Programming. Realtime computer graphics. Demoscene. Game development. Stuff.
Yesterday I had a cool debugging session while working on my HDR demo. One of postprocessing filters produced weird results and I went off to investigate that. The usual tricks: debugging in Visual Studio to make sure right sample offsets are generated; D3D debug runtime, D3DX debug, reference rasterizer, firing up NVPerfHud and doing frame analysis, doing full capture with PIX and inspecting device state, etc.
Then I noticed that in the pixel shader, I wrote
sample = tex2D( s0, uv + vSmpOffsets[i] )instead of
sample += tex2D( s0, uv + vSmpOffsets[i] )Aaargh. So much for a plus sign.
How to deal with such bugs? Why some bugs are trivial to find, and some are hard? Why sometimes (often?) the time required to find the bug does not correlate with bug's "trickiness"? Why sometimes I can find a tricky bug in big unknown codebase in a couple of minutes; yet spend two hours on the plus sign in my own small code?
I've got no answers to the above.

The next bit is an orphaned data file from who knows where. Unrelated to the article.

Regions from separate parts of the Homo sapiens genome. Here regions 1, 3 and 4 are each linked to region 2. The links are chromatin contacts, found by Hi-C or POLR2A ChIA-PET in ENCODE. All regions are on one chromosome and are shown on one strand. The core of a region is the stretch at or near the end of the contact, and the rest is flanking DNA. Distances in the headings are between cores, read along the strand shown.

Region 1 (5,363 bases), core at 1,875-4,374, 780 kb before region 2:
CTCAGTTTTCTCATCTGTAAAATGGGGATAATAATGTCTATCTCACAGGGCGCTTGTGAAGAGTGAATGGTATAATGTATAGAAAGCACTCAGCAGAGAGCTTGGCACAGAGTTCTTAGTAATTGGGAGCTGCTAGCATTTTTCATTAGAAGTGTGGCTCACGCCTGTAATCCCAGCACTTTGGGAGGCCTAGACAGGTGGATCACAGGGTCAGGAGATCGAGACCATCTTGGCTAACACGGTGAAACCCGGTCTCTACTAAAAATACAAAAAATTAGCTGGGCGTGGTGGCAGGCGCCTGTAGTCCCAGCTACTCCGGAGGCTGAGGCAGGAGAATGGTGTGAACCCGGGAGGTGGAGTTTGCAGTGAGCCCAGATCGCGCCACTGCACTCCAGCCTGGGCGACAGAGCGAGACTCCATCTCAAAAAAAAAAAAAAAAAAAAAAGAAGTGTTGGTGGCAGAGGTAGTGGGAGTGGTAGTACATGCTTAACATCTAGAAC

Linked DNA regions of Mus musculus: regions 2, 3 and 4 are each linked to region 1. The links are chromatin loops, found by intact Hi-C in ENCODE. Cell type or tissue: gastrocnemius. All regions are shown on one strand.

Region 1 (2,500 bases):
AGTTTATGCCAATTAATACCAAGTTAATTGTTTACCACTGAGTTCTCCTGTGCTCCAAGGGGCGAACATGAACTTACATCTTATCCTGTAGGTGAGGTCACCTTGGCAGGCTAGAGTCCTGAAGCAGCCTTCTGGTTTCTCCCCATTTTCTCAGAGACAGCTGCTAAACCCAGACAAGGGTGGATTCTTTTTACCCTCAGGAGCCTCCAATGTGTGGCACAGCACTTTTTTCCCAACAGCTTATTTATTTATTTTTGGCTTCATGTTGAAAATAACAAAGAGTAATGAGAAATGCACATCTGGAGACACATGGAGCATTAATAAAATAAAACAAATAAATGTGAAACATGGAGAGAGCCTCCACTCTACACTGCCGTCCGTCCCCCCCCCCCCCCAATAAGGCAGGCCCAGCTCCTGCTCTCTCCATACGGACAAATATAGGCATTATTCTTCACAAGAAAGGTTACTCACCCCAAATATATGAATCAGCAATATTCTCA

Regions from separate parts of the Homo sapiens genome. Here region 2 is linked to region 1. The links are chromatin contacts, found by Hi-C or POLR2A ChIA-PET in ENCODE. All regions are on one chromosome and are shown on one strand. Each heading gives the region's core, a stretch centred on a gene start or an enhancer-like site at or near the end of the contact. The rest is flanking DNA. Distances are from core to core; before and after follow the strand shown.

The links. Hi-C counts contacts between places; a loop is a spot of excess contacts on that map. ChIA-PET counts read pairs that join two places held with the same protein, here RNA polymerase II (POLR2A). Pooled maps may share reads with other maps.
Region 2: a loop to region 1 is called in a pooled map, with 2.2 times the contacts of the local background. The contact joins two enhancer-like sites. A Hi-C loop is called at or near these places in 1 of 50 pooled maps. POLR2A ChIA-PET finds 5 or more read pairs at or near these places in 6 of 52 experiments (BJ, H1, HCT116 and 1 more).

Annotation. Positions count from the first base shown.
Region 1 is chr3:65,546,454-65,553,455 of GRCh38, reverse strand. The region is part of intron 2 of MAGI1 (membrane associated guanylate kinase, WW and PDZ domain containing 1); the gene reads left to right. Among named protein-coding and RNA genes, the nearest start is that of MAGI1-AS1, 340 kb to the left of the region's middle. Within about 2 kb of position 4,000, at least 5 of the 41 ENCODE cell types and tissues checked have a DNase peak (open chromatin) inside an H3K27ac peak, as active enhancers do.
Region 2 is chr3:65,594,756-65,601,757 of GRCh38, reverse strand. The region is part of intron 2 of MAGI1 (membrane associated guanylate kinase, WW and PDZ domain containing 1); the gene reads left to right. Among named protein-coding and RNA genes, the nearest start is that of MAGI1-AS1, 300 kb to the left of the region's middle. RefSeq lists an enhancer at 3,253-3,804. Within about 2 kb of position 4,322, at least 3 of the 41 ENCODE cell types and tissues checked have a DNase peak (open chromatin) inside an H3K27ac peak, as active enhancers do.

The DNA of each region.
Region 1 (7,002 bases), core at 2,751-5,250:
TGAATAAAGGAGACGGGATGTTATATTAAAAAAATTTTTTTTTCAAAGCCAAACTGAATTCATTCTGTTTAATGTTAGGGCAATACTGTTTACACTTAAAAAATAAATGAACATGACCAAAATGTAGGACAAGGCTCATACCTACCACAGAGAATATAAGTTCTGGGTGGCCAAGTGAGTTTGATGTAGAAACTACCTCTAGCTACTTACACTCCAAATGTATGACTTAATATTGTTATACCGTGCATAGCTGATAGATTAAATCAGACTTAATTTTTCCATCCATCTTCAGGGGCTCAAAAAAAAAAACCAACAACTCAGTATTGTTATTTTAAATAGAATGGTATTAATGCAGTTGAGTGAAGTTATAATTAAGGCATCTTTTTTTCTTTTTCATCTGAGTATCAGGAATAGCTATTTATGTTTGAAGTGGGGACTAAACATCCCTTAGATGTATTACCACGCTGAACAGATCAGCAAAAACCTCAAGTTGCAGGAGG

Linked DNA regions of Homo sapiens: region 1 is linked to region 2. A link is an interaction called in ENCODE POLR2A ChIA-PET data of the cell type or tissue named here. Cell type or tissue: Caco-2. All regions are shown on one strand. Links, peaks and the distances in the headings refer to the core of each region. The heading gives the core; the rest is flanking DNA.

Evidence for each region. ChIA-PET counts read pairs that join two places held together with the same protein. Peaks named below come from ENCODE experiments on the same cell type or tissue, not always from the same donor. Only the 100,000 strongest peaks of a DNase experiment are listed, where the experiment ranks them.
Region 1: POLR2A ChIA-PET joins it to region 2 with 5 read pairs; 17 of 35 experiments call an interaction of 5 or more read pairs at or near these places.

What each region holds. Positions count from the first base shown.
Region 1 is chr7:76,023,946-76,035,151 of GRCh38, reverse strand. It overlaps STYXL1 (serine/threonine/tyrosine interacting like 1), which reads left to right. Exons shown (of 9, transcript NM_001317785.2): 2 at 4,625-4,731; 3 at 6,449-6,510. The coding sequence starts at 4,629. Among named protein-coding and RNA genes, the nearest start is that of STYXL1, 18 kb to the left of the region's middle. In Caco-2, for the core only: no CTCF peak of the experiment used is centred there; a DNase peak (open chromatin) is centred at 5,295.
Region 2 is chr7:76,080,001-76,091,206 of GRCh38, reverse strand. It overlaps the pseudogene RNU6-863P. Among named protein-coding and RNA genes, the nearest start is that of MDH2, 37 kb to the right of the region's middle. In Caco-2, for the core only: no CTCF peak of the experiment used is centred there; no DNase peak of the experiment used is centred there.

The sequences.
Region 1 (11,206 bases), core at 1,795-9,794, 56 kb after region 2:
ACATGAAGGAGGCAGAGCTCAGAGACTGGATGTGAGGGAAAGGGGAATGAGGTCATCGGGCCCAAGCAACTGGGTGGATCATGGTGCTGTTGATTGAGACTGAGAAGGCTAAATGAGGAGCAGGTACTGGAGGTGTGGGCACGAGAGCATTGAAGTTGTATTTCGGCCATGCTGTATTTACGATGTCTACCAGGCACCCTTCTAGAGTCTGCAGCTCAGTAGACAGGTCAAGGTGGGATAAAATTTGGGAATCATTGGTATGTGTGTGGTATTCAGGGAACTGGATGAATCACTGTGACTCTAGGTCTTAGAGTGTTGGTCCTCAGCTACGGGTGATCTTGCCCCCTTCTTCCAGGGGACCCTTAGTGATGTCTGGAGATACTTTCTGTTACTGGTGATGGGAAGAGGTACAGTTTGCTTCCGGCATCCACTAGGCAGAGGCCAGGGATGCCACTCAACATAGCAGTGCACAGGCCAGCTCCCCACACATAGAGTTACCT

By the way: PIX is a great tool, but D3D guys should really polish the UI :)
Jumped onto HDR bandwagon
I'm doing a small HDR demo for fun. Nothing fancy - linear gamma, Reinhard's tone mapping and whatnot - everyone does that. But the thing I made so far does not even look good! :)
I'm trying to support both HDR and FSAA at the same time on ordinary DX9 hardware (no Radeons 1k) by using RGBE8 rendertarget for the main scene. It's all okay so far.
The most difficult task right now is making it look good. Once I have that I'll post the results.
Bought Rag Doll Kung Fu
Like I promised :)
It ownz, period.
Headphones on, winamp alternatively playing The Jupiter Sound and Four Themes and a Masterplan by Little Bitchard. Just the right kind of music for asp.net coding. At least the music is good :)
An article on efficient D3DX Effects state management